"springtime fresh" that will have a wider appeal.  This is especially important if you are selling your home and will have a
variety of people to worry about.  As much as possible, plug them into an outlet that is not visible or is inconspicuous such as
behind a table or chair, behind the entertainment center or the master bed.

Mid-range:
A Realtor friend of mine taught me that when a prospective buyer is coming to view a listing, she asks her seller(s) to put a
few drops of liquid vanilla extract on a sheet of foil and place it in the oven.  Turn the oven to 350-400 degrees, and the
resulting fumes will smell like a sheet of freshly baked cookies.  Experiment with this before crunch time: I have had varying
degrees of success with it, at times adding a lot more extract, and at other times testing the oven temperature for the right
balance of vapor concentration v. lingering time.  It's a small investment of time for the payoff.  IMPORTANT: DO NOT use this
method if you are using plug-ins or other fragrances throughout the rest of the house.  The fragrance will be concentrated in
the kitchen, and once shoppers pass into the next room, the combination of smells is likely to make them sick.

Short-term:
A few tricks here depending on your preference ...
1) One of the best neutral fragrances we have ever used is the Oreck carpet deodorizing crystals.  We don't use it on carpet
much though and, if you're selling your home with prospective buyers coming around the corner, here's what you do: after
removing the cover and filter, shake the can of crystals (which have the consistency of powder) into your a/c return vent.  Be
sure the system is on, and the fragrance will be blown into every room throughout the house.  Start with only a little, and add
more as desired.  These crystals work great inside your vacuum cleaner as well: if you don't empty your vacuum bag or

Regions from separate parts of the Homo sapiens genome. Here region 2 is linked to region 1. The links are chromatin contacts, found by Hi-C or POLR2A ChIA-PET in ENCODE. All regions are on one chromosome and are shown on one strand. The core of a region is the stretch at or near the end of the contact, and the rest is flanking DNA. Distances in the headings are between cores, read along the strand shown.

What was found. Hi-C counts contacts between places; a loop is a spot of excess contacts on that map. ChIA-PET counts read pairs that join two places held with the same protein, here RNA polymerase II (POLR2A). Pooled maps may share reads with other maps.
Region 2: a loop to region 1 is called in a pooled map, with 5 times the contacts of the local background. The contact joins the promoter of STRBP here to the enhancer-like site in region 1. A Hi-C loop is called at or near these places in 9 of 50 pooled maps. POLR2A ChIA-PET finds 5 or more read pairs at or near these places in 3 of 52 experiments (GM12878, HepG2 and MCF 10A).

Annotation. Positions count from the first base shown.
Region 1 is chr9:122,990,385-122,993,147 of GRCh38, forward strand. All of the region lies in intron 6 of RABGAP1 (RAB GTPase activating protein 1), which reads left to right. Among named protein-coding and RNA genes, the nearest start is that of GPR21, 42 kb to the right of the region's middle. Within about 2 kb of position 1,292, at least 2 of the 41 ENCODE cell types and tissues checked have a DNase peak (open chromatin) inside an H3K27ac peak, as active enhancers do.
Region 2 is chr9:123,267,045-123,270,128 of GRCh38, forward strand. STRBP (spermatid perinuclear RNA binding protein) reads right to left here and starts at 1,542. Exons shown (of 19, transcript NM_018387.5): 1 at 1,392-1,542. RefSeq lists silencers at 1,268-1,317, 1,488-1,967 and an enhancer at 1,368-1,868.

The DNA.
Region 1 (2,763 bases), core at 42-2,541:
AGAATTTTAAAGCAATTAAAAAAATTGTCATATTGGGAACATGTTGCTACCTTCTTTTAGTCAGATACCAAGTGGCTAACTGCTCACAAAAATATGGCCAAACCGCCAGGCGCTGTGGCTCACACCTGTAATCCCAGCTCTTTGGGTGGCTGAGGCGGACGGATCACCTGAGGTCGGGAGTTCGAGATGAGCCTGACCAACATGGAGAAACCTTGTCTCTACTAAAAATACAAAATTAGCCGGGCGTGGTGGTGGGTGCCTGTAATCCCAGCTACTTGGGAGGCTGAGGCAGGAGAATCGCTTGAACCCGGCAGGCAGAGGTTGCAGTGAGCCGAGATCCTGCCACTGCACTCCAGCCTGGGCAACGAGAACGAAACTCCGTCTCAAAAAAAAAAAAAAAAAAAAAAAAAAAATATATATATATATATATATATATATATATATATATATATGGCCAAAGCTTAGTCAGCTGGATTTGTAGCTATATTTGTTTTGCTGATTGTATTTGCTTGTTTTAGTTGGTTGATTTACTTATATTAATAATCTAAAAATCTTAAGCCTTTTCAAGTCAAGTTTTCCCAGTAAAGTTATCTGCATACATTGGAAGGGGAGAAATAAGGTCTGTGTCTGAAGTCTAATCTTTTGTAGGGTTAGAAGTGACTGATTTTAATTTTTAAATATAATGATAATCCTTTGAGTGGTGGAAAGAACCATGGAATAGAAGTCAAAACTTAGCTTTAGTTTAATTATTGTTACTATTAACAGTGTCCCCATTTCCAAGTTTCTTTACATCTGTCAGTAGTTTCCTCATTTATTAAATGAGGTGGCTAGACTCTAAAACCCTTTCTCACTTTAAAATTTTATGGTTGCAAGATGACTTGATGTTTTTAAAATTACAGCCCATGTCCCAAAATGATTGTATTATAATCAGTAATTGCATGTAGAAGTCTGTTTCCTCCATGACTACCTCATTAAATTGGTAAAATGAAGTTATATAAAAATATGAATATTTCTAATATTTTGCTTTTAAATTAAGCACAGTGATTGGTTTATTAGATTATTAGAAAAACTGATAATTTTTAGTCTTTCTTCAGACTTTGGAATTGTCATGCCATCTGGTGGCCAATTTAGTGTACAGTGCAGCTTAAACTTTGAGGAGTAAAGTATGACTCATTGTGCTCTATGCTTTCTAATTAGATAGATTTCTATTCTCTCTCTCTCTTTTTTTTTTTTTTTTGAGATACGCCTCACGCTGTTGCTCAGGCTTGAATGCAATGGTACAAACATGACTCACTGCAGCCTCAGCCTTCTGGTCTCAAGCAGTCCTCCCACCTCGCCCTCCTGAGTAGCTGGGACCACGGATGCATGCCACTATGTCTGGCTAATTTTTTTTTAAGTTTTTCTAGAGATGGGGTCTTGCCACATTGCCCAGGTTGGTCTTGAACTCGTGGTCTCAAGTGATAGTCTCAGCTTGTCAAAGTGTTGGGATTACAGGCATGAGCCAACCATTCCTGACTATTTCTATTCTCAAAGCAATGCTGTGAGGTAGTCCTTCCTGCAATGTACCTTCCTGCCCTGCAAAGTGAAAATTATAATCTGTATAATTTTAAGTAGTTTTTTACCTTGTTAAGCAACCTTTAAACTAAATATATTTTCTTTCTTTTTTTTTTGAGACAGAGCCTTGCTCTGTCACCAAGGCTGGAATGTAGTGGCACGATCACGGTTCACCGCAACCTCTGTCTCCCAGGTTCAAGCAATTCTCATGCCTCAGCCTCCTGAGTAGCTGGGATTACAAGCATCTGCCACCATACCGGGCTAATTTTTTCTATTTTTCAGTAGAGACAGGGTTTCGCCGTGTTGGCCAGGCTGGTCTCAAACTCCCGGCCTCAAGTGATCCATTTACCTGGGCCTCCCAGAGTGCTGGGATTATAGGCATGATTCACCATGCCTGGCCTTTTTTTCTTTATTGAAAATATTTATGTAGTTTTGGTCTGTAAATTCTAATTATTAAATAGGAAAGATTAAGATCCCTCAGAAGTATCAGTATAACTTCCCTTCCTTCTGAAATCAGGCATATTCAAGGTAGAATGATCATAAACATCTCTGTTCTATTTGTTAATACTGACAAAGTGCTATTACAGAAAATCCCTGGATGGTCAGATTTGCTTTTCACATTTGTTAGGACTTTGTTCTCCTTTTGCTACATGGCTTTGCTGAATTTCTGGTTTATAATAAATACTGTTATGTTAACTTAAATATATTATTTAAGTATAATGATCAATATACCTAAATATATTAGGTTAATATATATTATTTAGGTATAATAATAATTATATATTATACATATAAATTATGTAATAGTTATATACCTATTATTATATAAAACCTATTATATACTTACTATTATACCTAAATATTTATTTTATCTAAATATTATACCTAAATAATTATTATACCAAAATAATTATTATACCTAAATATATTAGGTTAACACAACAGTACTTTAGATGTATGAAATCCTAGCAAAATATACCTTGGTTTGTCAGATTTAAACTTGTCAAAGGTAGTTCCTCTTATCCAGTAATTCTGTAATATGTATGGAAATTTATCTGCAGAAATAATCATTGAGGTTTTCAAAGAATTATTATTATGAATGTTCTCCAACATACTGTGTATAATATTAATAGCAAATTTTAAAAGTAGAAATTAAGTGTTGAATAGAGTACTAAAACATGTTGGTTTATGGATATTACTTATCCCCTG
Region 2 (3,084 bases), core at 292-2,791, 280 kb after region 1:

cannister often enough, this product does a great job of reducing the musty smell you will get with lack of maintenance.
2) Every plug-in brand comes with refills.  A trick we have used, most notably in empty facilities where a plug-in would be
unsightly, is to buy the refills only.  WITH GLOVES ON, cut one end of the refill to expose the fragrance, usually a gel/jelly
substance.  Squeeze the gel onto inconspicuous spots such as door hinges, under the lips of countertops or cabinets, on a
window frame, the TOP of a ceiling fan blade, etc.  The idea is to NOT put it on fabrics or painted surfaces as those spots
may discolor or leave a grease spot.  Try to squeeze the gel at nose level as much as you can.  You may even try this trick on
your a/c return filter, although it's not nearly as effective as the cystals/powder.  Also, DO NOT get it on your skin or clothes
or you will smell like a walking plug-in for a while.  The fragrance is not easily washed off/washed away.

A few notes on other methods:
1) I have tried to "burn" a fragrance on a hot light bulb.  Tried several products with no success.
2) Potpourri works well for many.  If the bowls or plates fit with your decor, then the sky is (almost) the limit -- still be careful
about using too much.  However, when selling a home, you do not want a boiling pot of potpourri on the stove for shoppers to
see, nor do you want to leave the little self-contained burners out.  Some prospective buyers may think you are trying to hide
an odor.